(PHOTO: Marcus Bleasdale VII)
Show Hide image

China’s Paid Trolls: Meet the 50-Cent Party

The Chinese government hires people to distort or deflect conversations on the web. Ai Weiwei persuades an “online commentator” to tell all.

In February 2011, Ai Weiwei tweeted that he would like to conduct an interview with an “online commentator”. Commentators are hired by the Chinese government or the Communist Party of China to post comments favourable towards party policies and to shape public opinion on internet message boards and forums. The commentators are known as the 50-Cent Party, as they are said to be paid 50 cents for every post that steers a discussion away from anti-party content or that advances the Communist Party line.

Below is the transcript of Ai’s interview with an online commentator. As requested, an iPad was given as compensation for the interview. To protect the interviewee, relevant personal information has been concealed in this script.

Question: What’s your name, age, city of residence and online username?

Answer: I cannot make my name public. I’m 26. I have too many usernames. If I want to use one, I just register it. I won’t mention them here.

What do you call the work you do now?

It doesn’t matter what you call it: online commentator, public opinion guide, or even “the 50-Cent Party” that everyone’s heard of.

What is your level of education and work experience? How did you begin the work of guiding public opinion?

I graduated from university and studied media. I once worked for a TV channel, then in online media. I’ve always been in the news media industry, for four or five years now.Over a year ago, a friend asked me if I wanted to be an online commentator, to earn some extra money. I said I’d give it a try. Later, I discovered it was very easy.

When and from where will you receive directives for work?

Almost every morning at 9am I receive an email from my superiors – the internet publicity office of the local government – telling me about the news we’re to comment on for the day. Sometimes it specifies the website to comment on, but most of the time it’s not limited to certain websites: you just find relevant news and comment on it.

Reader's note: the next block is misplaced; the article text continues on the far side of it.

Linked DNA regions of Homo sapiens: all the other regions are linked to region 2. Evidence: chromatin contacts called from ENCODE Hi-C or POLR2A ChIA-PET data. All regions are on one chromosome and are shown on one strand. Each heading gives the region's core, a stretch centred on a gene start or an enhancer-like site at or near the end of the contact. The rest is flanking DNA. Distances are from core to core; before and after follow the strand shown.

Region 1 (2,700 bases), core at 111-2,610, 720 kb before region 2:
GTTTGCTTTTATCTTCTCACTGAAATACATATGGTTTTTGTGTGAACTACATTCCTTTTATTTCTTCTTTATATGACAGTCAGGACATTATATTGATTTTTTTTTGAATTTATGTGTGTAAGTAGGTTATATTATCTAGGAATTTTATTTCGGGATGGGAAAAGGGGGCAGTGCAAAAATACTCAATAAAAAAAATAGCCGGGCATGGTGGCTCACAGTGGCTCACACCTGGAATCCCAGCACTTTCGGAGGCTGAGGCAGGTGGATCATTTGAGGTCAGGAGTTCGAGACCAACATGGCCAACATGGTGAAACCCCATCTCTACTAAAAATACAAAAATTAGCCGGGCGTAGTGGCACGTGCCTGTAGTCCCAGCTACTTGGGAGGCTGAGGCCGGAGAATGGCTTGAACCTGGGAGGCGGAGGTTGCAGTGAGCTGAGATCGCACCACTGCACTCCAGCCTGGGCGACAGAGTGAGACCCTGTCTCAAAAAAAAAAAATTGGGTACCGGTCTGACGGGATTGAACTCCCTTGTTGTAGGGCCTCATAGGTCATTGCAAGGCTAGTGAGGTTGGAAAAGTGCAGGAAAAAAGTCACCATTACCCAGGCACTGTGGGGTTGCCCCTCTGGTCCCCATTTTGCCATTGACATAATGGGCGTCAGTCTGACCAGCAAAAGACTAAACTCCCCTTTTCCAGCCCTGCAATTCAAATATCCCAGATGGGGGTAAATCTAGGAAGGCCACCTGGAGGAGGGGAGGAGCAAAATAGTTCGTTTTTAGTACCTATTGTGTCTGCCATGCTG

Can you describe your work in detail?

The process has three steps – receive task, search for topic, post comments to guide public opinion. Receiving a task mainly involves ensuring you open your email box every day. Usually after an event has happened, or even before the news has come out, we’ll receive an email telling us what the event is, then instructions on which direction to guide the netizens’ thoughts, to blur their focus, or to fan their enthusiasm for certain ideas. After we’ve found the relevant articles or news on a website, according to the overall direction given by our superiors we start to write articles, post or reply to comments. This requires a lot of skill. You can’t write in a very official manner, you must conceal your identity, write articles in many dif­ferent styles, sometimes even have a dialogue with yourself, argue, debate. In sum, you want to create illusions to attract the attention and comments of netizens.

In a forum, there are three roles for you to play: the leader, the follower, the onlooker or unsuspecting member of the public. The leader is the relatively authoritative speaker, who usually appears after a controversy and speaks with powerful evidence. The public usually finds such users very convincing. There are two opposing groups of followers. The role they play is to continuously debate, argue, or even swear on the forum. This will attract attention from observers. At the end of the argument, the leader appears, brings out some powerful evidence, makes public opinion align with him and the objective is achieved. The third type is the onlookers, the netizens. They are our true target “clients”. We influence the third group mainly through role-playing between the other two kinds of identity. You could say we’re like directors, influencing the audience through our own writing, directing and acting. Sometimes I feel like I have a split personality.